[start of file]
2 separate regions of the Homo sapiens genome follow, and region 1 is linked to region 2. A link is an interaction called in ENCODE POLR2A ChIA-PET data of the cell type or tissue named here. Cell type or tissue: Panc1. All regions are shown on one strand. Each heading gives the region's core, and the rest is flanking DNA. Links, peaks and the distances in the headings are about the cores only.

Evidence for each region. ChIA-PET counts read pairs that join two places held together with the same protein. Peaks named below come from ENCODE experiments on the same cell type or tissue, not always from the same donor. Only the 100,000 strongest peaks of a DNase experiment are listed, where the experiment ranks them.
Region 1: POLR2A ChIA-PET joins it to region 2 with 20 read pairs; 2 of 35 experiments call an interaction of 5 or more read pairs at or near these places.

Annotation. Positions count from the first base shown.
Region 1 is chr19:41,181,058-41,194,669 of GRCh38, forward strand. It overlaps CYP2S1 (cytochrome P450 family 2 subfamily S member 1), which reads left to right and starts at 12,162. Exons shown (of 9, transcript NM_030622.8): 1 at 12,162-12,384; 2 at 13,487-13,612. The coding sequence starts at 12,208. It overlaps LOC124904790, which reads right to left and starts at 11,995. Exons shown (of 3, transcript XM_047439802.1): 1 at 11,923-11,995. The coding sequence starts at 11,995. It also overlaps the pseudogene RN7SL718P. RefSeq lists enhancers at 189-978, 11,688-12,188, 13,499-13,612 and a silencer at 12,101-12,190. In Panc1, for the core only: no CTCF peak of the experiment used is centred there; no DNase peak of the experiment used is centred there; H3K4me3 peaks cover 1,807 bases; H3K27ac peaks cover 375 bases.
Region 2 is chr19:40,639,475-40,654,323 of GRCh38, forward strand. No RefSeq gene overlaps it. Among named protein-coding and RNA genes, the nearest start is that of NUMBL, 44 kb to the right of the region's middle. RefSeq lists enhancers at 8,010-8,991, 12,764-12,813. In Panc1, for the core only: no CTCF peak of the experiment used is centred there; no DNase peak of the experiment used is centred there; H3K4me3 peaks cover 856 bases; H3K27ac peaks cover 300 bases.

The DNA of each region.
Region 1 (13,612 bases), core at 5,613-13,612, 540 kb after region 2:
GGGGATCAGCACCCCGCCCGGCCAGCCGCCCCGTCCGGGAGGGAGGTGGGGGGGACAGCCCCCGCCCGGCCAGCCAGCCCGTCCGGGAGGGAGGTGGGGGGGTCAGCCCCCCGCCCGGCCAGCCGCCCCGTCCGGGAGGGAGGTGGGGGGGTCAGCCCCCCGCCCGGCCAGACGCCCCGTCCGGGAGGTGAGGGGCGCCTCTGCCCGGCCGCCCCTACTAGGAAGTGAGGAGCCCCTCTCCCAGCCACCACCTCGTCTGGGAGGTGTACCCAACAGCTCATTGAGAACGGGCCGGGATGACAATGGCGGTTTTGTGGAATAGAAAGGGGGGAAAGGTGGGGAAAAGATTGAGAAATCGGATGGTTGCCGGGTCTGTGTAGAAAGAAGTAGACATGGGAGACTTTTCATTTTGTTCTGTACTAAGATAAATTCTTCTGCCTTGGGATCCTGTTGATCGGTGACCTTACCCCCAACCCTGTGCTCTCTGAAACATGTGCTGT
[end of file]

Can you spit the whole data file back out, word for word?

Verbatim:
2 separate regions of the Homo sapiens genome follow, and region 1 is linked to region 2. A link is an interaction called in ENCODE POLR2A ChIA-PET data of the cell type or tissue named here. Cell type or tissue: Panc1. All regions are shown on one strand. Each heading gives the region's core, and the rest is flanking DNA. Links, peaks and the distances in the headings are about the cores only.

Evidence for each region. ChIA-PET counts read pairs that join two places held together with the same protein. Peaks named below come from ENCODE experiments on the same cell type or tissue, not always from the same donor. Only the 100,000 strongest peaks of a DNase experiment are listed, where the experiment ranks them.
Region 1: POLR2A ChIA-PET joins it to region 2 with 20 read pairs; 2 of 35 experiments call an interaction of 5 or more read pairs at or near these places.

Annotation. Positions count from the first base shown.
Region 1 is chr19:41,181,058-41,194,669 of GRCh38, forward strand. It overlaps CYP2S1 (cytochrome P450 family 2 subfamily S member 1), which reads left to right and starts at 12,162. Exons shown (of 9, transcript NM_030622.8): 1 at 12,162-12,384; 2 at 13,487-13,612. The coding sequence starts at 12,208. It overlaps LOC124904790, which reads right to left and starts at 11,995. Exons shown (of 3, transcript XM_047439802.1): 1 at 11,923-11,995. The coding sequence starts at 11,995. It also overlaps the pseudogene RN7SL718P. RefSeq lists enhancers at 189-978, 11,688-12,188, 13,499-13,612 and a silencer at 12,101-12,190. In Panc1, for the core only: no CTCF peak of the experiment used is centred there; no DNase peak of the experiment used is centred there; H3K4me3 peaks cover 1,807 bases; H3K27ac peaks cover 375 bases.
Region 2 is chr19:40,639,475-40,654,323 of GRCh38, forward strand. No RefSeq gene overlaps it. Among named protein-coding and RNA genes, the nearest start is that of NUMBL, 44 kb to the right of the region's middle. RefSeq lists enhancers at 8,010-8,991, 12,764-12,813. In Panc1, for the core only: no CTCF peak of the experiment used is centred there; no DNase peak of the experiment used is centred there; H3K4me3 peaks cover 856 bases; H3K27ac peaks cover 300 bases.

The DNA of each region.
Region 1 (13,612 bases), core at 5,613-13,612, 540 kb after region 2:
GGGGATCAGCACCCCGCCCGGCCAGCCGCCCCGTCCGGGAGGGAGGTGGGGGGGACAGCCCCCGCCCGGCCAGCCAGCCCGTCCGGGAGGGAGGTGGGGGGGTCAGCCCCCCGCCCGGCCAGCCGCCCCGTCCGGGAGGGAGGTGGGGGGGTCAGCCCCCCGCCCGGCCAGACGCCCCGTCCGGGAGGTGAGGGGCGCCTCTGCCCGGCCGCCCCTACTAGGAAGTGAGGAGCCCCTCTCCCAGCCACCACCTCGTCTGGGAGGTGTACCCAACAGCTCATTGAGAACGGGCCGGGATGACAATGGCGGTTTTGTGGAATAGAAAGGGGGGAAAGGTGGGGAAAAGATTGAGAAATCGGATGGTTGCCGGGTCTGTGTAGAAAGAAGTAGACATGGGAGACTTTTCATTTTGTTCTGTACTAAGATAAATTCTTCTGCCTTGGGATCCTGTTGATCGGTGACCTTACCCCCAACCCTGTGCTCTCTGAAACATGTGCTGT